Wednesday, July 27, 2016

Lube Oil

Most of the rotating equipment in engineering, from the reduction gears to small pumps, was lubricated with a light oil known as 2190TEP. It was a fairly light-looking oil.

Oil samples were supposed to be taken daily. Sample jars were kept in three-tiered racks that sort of looked like this two-tiered one:

If my memory serves me, the top rack was for a sample of the oil that was put into the machinery on the last oil change. The next bottle down was the oil sample for that day, which was marked with a china marker (date, time and initials of the sample-puller). The third bottle was for the previous day's sample. The rack was kept in public view within the machinery space, where everyone could see it. One could then see that the samples were being pulled properly and whether or not there was any contamination of the samples.

Keeping the sample racks current was a sign of how squared-away the engineers were. It was amazing how many ships weren't. I know of one case where the engineer of a really new Spruance sent his senior engineers for tours of an Adams-class DDG in order to see how to do things properly.

If you were one of the squadron's lackeys, noticing that the sampling wasn't being done properly was an indicator that maybe the engineering department deserved closer scrutiny. Which was a version of the "500 yard rule" (if the ship didn't look good from 500 yards away, there were problems).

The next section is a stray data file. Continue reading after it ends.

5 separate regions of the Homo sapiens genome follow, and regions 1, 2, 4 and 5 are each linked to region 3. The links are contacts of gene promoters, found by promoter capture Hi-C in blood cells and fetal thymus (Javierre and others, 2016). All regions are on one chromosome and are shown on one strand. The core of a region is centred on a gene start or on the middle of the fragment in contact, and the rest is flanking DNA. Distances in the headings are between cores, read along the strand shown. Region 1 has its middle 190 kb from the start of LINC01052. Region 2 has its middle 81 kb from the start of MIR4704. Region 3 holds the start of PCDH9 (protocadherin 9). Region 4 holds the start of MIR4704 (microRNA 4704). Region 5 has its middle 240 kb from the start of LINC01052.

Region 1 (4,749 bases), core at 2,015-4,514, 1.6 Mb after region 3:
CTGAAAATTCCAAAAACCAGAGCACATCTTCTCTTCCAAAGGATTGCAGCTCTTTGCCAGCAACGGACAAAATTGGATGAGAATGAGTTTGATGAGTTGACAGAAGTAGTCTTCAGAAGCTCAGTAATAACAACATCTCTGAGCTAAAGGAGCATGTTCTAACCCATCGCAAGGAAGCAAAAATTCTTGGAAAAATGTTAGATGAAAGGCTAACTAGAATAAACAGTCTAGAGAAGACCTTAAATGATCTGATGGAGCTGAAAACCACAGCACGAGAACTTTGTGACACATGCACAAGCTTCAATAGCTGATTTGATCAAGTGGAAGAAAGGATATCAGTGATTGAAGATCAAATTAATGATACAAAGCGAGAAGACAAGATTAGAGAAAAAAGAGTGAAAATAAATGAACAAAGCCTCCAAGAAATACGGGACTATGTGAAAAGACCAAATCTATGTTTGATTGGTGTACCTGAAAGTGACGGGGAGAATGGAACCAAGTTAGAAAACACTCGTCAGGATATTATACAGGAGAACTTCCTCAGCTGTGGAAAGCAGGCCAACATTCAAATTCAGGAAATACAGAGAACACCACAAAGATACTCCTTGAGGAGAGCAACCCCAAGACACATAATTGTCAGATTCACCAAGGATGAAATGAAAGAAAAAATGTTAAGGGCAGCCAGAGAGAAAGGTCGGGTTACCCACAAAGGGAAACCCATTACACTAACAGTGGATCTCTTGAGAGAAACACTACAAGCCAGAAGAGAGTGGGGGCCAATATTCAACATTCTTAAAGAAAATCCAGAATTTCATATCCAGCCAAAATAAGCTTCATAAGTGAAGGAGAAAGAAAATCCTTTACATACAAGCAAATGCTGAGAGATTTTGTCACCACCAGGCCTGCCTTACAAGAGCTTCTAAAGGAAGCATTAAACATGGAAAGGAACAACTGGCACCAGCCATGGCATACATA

Frank Van Haste said...

Dear Miss Fit:

Ah, I hadn't thought about 2190TEP in a long time. Most of the hydraulic systems in subs use (or, at least, used...I've been away) 2190TEP as the working fluid.

RMOAS. The 'TEP' stands for 'Turbine, Extreme Pressure' and the oil needed a small dose of an 'EP' additive to meet spec. And for a really long time, the additive of choice was (wait for it...) whale oil.

So some time in the 1970's, the ban on importing whale products got serious. No more whale oil for you! The vendors tried other additives but nothing that stayed in solution met the spec and nothing that met the spec would stay in solution (which led to some nasty filter clogging issues).

Thus, for a year or so, all of the 55 gallon drums of 2190TEP in the shipyard had 'Made in Taiwan' stenciled on them, 'cause somehow or other their oil met the spec. Pretty sure I know why.

After a while the really good petroleum chemists at EXXON of Mobil or Shell came up with a non-Cetacean replacement and life got back to normal.

Good ol' daze.


0_0 said...

I dunno about whale oil- but the EP additives used currently have been around since the 50s and 60s.
They work via chemical action, not a lubrication film.